Betty’s son Peter shared with me as I prepared for today that apart, of course, from her family, Betty had two great loves. The first was, as already noted, Saint John’s, and the second was Macmahan Island, Maine. “But” says Peter, “she would have never discovered the latter without the former.” It was one of my predecessors, the Reverend Bill Mead, who in 1962 asked the Myers family to visit him and his family on the small island where he had served as chaplain for several summers. The Myers fell in love with the island, bought a cottage, and have been part of that community for 61 years. When Jesus assures his disciples, as he does in today’s gospel, that he goes to prepare a place for them, that in his father’s house are many mansions, I wonder if Betty picked this text for her funeral imagining that in God’s house there might not be a mansion for her, but a lovely cottage amidst the pines along a craggy shoreline. You might think Betty, known for her cocktail dresses and perfectly coiffed hair, as out of place hiking the boulder strewn trails or piloting her Boston Whaler along the windswept beaches of coastal Maine, but you’d be wrong. Betty had no trouble getting her hands dirty, whether in her garden in the back yard along Edgecumbe or at the Cottage in Maine, or rolling up her sleeves to help her church or favorite charity raise money to further the mission of serving others.
Betty’s service to God and others grew out of her love for beautiful things – whether the flowers in the backyard, or supporting the music of Saint John’s, the MacPhail Center, or our two local orchestras, Betty loved art and song and a beautifully set table. She took seriously the apostles’ words in this afternoon’s epistle to the Philippians, when he says “Finally, whatsoever things are true, whatsoever things are honest…whatsoever things are lovely …think on these things.” And, Betty wasn’t content to think on these things herself, she wanted them to be shared and experienced by others, which is why, most likely, she spent so much time considering the music that would be played and sung at her final service. She asked there be no remembrances and no communion – let the words and poetry of the simple funeral liturgy and the soaring beauty of the music, the sumptuous interior of Saint John’s, the stained glass and the carved oak, the beautiful tear streaked faces of a gathered community of saints, let that be communion enough.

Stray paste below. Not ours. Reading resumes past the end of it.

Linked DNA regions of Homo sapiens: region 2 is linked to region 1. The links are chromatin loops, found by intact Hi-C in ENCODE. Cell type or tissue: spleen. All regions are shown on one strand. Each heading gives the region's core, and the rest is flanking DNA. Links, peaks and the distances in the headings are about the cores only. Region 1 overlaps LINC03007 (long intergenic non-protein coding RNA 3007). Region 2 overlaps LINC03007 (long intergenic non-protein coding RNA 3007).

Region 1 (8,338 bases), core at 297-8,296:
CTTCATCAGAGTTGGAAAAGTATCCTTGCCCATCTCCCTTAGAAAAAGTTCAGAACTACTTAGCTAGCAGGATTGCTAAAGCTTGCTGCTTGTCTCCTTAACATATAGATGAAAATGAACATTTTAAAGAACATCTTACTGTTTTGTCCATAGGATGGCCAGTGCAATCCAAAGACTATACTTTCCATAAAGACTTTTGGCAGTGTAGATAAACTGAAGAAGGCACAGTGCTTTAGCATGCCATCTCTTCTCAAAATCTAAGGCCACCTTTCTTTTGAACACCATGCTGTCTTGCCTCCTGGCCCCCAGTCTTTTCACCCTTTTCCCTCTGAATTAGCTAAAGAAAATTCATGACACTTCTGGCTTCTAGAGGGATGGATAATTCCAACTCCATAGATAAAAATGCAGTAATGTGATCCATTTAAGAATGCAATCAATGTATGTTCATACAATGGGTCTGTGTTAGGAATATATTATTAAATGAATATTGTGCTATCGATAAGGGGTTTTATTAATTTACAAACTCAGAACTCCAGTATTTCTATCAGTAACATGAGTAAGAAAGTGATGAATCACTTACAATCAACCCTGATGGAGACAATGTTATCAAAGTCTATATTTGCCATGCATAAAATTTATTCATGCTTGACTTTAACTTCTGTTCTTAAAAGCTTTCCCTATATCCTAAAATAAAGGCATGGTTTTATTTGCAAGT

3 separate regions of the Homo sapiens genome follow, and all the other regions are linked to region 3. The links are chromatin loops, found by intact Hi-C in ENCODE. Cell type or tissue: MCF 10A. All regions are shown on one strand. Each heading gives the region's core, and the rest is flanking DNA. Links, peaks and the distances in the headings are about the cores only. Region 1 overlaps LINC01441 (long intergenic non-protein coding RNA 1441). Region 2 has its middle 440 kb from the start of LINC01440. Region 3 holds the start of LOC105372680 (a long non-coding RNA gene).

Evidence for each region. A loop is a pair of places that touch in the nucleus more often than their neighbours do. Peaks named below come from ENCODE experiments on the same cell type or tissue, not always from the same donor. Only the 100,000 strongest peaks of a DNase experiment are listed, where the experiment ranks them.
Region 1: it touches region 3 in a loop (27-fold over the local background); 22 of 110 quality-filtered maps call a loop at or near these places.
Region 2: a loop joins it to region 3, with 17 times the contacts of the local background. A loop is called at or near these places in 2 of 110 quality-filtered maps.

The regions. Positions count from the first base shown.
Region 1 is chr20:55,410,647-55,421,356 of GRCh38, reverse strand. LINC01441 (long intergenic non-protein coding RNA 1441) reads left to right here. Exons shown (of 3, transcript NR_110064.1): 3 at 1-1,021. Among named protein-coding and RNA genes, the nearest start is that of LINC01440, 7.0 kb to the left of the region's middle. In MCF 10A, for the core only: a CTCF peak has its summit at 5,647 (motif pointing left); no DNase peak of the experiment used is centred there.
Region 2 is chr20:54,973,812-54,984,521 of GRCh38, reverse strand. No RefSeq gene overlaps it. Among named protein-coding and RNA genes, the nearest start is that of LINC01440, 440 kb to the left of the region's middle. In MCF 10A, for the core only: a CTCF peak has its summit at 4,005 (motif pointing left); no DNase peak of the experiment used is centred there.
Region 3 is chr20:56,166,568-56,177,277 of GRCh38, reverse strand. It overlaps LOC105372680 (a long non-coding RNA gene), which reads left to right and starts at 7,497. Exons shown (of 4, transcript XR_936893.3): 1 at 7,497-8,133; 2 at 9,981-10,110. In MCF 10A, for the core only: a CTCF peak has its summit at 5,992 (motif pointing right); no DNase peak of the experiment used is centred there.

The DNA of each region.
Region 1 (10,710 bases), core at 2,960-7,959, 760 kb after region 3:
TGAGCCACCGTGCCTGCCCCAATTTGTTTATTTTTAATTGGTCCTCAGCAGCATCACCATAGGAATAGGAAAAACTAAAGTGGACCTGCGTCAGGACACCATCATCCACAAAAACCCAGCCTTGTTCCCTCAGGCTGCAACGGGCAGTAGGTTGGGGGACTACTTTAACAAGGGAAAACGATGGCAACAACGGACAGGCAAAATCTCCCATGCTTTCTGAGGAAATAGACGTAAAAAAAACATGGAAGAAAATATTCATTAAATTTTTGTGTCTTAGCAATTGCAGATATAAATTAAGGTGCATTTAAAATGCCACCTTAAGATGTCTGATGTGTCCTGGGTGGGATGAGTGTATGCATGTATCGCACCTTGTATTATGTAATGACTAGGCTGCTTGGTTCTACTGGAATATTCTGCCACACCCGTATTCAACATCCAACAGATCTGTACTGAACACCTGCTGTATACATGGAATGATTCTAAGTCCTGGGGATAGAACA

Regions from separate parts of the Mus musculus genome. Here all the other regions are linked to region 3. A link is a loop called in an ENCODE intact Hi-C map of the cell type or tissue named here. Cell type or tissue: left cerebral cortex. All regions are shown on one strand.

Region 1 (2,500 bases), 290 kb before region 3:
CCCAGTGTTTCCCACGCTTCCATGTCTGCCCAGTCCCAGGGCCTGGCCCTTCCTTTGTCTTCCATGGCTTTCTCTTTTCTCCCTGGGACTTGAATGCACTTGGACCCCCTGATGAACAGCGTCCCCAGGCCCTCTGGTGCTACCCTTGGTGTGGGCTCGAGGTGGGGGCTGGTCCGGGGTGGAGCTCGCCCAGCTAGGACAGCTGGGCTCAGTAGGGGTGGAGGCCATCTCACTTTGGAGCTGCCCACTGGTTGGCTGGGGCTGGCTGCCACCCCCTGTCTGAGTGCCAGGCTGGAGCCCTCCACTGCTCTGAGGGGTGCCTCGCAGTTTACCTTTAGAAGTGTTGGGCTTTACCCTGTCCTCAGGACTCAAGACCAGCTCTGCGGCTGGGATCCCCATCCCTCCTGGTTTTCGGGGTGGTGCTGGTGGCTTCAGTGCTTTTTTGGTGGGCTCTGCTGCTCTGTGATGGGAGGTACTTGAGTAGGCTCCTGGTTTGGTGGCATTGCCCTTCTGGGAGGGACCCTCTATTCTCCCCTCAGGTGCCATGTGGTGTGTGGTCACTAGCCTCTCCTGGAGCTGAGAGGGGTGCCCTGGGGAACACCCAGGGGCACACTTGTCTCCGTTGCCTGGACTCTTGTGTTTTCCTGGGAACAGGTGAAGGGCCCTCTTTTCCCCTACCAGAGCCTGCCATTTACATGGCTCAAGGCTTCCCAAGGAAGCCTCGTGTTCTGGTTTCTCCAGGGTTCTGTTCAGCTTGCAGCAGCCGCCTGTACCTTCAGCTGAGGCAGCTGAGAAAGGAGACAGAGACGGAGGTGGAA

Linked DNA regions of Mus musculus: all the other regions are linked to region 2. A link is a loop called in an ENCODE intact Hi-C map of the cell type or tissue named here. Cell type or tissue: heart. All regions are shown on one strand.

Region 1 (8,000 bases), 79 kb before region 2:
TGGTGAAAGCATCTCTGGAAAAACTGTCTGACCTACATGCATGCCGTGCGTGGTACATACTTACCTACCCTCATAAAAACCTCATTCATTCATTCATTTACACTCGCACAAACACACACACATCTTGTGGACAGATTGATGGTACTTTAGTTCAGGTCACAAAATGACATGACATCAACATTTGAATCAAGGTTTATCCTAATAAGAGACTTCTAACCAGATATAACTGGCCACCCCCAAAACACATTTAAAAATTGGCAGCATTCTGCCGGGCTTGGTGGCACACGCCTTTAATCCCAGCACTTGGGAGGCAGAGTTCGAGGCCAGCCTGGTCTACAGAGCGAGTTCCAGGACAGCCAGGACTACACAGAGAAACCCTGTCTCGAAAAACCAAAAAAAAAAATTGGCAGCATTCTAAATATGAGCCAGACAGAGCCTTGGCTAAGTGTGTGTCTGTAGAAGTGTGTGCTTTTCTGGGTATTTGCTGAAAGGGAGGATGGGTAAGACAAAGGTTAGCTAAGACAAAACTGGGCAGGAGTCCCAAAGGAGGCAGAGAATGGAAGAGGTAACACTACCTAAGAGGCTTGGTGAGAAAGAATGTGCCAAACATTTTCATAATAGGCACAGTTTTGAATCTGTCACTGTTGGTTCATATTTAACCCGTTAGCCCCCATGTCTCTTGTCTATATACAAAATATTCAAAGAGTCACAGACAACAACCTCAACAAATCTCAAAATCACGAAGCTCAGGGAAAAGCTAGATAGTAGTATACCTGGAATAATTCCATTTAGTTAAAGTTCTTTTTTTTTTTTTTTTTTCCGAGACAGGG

Betty was, as most of you know, an Anglophile and a lover of the traditions of the church. She was a reluctant adopter of what we Episcopalians affectionately still refer to as the “New Praybook”, having been published as it was as recently as 1979! And, so you have likely noticed the selections today favor that former prayerbook from 1928, and the cadences and language of that older tradition. When I arrived at St. John’s a first time rector and barely in my 30s, Betty confessed that she had her doubts that a youngster like me might be up to the task of leading Saint John’s or respecting the traditions of the church. But, I was relieved to get the benefit of the doubt after chanting my first traditional (or, Rite I as we call it) Evensong. And Betty told me she thought I’d do alright. Betty had already lived and served at Saint John’s through 5 rectors. She knew full well that the people who make this place their home are the ones who shape its legacy and form its ministry. So it was that I was deeply moved when I read that she had selected an older prayer to be included in the intercessions that follow in a moment. It says,
“Remember thy servant, O Lord, according to the favor which thou nearest unto thy people; and grant that, increasing in knowledge and love of thee, she may go from strength to strength in the life of perfect service in thy heavenly kingdom…”
Betty was a part of this faith community as one of our longest serving and longest living members. She belonged to this faith community, and we belonged to her, and together we served, however imperfectly, the needs of the world and one another. Now, Betty, we commend you to almighty God, where we believe you are moving from strength to strength in “the life of perfect service”. Rest in peace, dear Betty, and just as you were one of the saints of this church, may you be welcomed now by all the saints in light.